Alexander Glazunov’s verdict on Scriabin’s Piano Sonata No. 4: It is original, full of ravishing beauty, and the thoughts are expressed with unusual clarity and compactness.

This third concert in the cycle explores the concept of the Gesamtkunstwerk and mysticism, which captivated artists at the end of the 19th century, as well as Scriabin’s incipient journey into another dimension. In this context, an important role is ascribed to Richard Wagner as a source of inspiration and driving force. Whereas Scriabin initially drew on Chopin and Liszt, his exposure to Wagner and his Tristan und Isolde gave him guidance in terms of both motif and music, which also led him to his mystical chord. Wagner’s influence is also evident in Debussy’s L’Ile Joyeuse with its Dyonisian-orgiastic dream world, in Ravel and in Berg’s Piano Sonata Op. 1. Scriabin’s Piano Sonata No. 5 reflects his Poème de l’Extase and, as with Debussy, the idea of human redemption through intoxication and ecstasy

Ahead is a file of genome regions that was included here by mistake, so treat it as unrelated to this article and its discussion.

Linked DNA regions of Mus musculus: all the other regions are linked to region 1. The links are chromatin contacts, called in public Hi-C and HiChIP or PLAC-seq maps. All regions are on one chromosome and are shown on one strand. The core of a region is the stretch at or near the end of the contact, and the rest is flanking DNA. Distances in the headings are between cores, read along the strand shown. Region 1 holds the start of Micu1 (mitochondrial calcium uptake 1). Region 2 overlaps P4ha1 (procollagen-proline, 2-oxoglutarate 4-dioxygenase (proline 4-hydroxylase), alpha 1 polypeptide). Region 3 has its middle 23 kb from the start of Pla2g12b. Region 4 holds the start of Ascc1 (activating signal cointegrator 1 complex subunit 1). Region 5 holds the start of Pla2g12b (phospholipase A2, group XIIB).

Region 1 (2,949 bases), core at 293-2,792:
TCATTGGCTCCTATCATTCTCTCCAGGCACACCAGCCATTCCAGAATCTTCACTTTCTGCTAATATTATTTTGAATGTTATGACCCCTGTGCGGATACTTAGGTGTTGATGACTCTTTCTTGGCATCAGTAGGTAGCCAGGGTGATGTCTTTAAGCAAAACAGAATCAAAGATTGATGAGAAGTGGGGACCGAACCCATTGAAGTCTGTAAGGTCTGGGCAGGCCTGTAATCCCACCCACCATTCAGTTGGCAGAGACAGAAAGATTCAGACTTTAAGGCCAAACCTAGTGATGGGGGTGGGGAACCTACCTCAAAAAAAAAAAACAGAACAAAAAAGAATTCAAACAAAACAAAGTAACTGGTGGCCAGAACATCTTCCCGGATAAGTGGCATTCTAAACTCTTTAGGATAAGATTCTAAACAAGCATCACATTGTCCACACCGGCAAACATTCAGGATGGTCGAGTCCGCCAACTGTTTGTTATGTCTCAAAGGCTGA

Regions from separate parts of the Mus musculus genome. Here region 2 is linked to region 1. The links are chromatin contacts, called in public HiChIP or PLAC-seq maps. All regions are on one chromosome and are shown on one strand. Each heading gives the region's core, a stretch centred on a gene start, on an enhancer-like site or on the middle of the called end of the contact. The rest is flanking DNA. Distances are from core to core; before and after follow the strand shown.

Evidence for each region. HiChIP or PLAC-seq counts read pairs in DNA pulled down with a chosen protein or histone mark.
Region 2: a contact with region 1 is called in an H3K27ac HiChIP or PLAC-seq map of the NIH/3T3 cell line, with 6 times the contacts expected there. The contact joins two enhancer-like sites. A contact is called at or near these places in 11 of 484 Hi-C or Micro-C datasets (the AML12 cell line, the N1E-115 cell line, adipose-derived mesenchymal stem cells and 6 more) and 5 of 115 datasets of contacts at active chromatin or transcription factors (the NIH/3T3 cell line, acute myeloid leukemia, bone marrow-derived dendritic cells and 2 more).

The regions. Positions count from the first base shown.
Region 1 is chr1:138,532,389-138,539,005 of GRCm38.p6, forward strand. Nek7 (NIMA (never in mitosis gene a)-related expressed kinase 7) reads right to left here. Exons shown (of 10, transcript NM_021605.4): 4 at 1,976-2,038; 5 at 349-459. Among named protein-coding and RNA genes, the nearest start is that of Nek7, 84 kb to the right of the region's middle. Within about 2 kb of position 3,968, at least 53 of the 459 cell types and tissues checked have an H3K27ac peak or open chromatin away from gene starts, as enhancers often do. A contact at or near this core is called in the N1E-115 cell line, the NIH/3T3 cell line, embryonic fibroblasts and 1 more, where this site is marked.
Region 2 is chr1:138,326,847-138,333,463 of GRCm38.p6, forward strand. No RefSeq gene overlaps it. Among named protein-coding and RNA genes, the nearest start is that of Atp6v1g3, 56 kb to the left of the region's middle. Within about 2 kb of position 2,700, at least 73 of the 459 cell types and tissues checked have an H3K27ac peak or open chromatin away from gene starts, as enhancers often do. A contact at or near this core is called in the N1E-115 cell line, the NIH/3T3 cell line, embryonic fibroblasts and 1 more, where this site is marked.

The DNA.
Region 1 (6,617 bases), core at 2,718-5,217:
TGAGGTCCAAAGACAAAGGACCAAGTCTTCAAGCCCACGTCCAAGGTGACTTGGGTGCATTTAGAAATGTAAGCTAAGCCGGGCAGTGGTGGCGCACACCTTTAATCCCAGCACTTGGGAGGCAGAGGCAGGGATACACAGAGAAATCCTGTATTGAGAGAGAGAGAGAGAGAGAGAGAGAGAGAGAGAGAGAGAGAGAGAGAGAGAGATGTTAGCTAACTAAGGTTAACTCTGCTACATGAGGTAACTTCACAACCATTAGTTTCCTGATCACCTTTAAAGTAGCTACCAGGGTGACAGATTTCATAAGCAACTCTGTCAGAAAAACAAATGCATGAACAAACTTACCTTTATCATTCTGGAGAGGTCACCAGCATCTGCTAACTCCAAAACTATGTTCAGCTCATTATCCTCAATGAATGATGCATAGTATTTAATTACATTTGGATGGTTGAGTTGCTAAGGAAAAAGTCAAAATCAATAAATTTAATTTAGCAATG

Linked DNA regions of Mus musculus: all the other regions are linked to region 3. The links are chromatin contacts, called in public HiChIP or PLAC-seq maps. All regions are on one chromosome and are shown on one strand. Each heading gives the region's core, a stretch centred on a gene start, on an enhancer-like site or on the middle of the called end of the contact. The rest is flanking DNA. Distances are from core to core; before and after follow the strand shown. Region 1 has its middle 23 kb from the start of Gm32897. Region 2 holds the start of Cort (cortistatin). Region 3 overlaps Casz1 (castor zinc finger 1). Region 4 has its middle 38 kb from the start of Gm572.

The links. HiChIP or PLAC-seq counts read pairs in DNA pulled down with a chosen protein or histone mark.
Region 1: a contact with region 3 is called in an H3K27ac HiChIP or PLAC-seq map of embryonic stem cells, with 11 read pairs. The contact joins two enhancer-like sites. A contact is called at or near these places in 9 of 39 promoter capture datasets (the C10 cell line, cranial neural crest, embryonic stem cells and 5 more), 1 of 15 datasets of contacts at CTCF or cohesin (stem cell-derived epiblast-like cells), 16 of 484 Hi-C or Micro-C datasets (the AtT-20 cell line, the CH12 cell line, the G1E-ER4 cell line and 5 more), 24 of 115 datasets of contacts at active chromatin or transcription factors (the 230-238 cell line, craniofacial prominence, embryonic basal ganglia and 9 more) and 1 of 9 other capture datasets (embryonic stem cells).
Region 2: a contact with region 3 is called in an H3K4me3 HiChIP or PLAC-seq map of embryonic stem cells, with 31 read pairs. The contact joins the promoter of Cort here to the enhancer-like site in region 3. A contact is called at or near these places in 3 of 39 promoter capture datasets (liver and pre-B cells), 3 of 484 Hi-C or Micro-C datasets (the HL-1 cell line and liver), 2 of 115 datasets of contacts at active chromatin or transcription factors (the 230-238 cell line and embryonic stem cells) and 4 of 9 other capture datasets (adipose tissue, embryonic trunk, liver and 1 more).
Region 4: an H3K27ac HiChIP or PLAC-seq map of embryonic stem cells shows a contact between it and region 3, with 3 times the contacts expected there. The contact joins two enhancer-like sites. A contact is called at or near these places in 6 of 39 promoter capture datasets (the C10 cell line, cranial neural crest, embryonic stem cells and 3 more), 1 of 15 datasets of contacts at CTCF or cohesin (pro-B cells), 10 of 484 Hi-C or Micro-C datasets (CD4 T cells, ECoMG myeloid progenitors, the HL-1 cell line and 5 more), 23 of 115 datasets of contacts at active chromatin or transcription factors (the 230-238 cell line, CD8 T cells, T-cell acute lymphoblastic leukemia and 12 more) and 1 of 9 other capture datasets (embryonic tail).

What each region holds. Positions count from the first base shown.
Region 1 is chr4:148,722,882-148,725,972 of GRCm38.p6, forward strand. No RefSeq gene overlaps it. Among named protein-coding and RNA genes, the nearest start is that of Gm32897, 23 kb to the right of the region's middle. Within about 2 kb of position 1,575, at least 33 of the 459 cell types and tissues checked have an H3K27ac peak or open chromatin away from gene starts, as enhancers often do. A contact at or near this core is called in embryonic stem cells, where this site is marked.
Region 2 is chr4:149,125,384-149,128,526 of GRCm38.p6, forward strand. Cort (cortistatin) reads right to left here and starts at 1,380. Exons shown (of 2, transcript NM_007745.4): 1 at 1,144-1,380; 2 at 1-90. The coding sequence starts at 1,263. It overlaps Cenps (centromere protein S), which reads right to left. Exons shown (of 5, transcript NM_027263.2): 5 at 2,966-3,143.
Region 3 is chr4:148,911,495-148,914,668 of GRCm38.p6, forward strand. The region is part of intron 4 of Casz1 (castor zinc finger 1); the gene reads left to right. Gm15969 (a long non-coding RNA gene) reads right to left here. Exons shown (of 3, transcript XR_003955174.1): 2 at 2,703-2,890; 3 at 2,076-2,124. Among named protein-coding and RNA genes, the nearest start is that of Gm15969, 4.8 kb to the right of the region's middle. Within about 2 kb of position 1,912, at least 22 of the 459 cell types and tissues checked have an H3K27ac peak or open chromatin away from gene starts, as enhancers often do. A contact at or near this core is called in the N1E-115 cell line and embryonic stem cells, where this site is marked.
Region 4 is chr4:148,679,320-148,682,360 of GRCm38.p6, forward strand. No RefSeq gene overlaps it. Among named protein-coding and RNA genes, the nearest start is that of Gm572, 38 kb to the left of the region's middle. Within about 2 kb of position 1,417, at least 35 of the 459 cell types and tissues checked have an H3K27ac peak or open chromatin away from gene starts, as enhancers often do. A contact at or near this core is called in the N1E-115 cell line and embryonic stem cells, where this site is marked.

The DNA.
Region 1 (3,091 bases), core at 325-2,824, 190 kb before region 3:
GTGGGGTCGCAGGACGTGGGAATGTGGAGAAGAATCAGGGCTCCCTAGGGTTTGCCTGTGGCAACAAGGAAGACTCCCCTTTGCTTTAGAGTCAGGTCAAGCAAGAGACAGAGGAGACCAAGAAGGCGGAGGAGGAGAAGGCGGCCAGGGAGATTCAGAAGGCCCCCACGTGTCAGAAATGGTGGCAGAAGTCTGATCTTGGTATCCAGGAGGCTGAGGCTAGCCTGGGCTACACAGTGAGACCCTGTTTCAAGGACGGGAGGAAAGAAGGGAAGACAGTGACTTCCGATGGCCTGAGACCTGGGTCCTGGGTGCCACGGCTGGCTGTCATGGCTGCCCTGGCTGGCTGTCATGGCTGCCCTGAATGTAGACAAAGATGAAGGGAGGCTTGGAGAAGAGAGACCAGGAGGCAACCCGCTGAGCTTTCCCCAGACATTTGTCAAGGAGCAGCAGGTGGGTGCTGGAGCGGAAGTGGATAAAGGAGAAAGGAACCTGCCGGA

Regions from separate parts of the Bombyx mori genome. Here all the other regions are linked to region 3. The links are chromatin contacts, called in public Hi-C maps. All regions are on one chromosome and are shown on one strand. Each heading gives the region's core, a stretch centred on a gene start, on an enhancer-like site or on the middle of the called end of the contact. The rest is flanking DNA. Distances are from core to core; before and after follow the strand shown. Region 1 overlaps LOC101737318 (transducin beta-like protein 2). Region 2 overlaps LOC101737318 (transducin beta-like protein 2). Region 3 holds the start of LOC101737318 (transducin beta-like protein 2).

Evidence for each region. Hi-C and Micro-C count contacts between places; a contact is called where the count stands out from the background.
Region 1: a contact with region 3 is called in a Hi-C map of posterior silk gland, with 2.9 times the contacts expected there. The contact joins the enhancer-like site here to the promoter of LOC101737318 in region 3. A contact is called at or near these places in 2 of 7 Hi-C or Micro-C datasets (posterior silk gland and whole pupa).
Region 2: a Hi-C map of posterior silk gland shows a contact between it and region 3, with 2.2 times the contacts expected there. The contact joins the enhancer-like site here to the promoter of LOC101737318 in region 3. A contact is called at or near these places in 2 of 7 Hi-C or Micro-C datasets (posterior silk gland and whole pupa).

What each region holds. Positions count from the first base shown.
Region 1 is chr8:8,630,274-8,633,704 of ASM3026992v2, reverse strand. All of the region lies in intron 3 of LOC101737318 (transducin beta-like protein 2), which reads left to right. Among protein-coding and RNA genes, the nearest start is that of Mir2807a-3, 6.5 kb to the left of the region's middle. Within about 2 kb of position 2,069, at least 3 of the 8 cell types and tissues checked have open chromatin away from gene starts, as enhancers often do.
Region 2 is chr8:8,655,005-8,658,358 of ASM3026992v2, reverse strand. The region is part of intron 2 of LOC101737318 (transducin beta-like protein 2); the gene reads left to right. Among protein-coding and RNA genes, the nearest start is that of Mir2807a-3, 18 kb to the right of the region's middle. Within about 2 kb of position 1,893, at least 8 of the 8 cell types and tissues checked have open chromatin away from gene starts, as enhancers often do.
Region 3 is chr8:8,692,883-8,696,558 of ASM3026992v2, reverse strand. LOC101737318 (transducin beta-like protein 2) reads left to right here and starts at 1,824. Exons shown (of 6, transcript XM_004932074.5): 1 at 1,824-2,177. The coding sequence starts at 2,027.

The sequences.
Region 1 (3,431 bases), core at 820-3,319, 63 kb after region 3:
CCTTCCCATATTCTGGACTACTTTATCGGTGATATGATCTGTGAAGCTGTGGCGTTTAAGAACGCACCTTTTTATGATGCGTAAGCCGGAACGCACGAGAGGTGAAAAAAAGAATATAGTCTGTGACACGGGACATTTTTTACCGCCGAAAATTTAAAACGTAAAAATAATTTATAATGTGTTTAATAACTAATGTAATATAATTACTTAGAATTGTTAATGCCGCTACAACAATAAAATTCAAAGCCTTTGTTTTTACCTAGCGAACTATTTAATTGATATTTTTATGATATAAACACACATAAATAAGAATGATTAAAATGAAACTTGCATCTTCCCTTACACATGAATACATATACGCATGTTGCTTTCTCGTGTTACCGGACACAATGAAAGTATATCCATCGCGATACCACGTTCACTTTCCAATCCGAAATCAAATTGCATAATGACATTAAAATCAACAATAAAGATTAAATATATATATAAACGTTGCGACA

Michael Schöch – piano

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